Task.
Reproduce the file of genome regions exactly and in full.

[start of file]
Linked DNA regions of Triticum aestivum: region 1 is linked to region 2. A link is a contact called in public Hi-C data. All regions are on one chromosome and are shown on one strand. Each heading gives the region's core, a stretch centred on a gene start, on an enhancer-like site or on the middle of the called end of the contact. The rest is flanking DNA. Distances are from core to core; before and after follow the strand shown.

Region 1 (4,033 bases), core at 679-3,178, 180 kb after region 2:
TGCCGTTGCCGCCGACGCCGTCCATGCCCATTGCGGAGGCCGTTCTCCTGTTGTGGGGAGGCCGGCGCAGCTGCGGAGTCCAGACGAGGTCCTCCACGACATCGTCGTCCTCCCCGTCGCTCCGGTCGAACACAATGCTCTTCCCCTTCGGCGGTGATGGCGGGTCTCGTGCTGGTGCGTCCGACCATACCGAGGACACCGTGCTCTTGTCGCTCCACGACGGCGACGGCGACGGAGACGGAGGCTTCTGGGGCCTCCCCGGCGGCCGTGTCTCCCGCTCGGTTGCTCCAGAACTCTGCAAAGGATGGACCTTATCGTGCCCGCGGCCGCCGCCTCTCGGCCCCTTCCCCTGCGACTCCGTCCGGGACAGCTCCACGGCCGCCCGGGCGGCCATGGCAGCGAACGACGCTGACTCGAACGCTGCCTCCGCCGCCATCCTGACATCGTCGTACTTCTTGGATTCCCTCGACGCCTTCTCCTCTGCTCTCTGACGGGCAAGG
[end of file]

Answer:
Linked DNA regions of Triticum aestivum: region 1 is linked to region 2. A link is a contact called in public Hi-C data. All regions are on one chromosome and are shown on one strand. Each heading gives the region's core, a stretch centred on a gene start, on an enhancer-like site or on the middle of the called end of the contact. The rest is flanking DNA. Distances are from core to core; before and after follow the strand shown.

Region 1 (4,033 bases), core at 679-3,178, 180 kb after region 2:
TGCCGTTGCCGCCGACGCCGTCCATGCCCATTGCGGAGGCCGTTCTCCTGTTGTGGGGAGGCCGGCGCAGCTGCGGAGTCCAGACGAGGTCCTCCACGACATCGTCGTCCTCCCCGTCGCTCCGGTCGAACACAATGCTCTTCCCCTTCGGCGGTGATGGCGGGTCTCGTGCTGGTGCGTCCGACCATACCGAGGACACCGTGCTCTTGTCGCTCCACGACGGCGACGGCGACGGAGACGGAGGCTTCTGGGGCCTCCCCGGCGGCCGTGTCTCCCGCTCGGTTGCTCCAGAACTCTGCAAAGGATGGACCTTATCGTGCCCGCGGCCGCCGCCTCTCGGCCCCTTCCCCTGCGACTCCGTCCGGGACAGCTCCACGGCCGCCCGGGCGGCCATGGCAGCGAACGACGCTGACTCGAACGCTGCCTCCGCCGCCATCCTGACATCGTCGTACTTCTTGGATTCCCTCGACGCCTTCTCCTCTGCTCTCTGACGGGCAAGG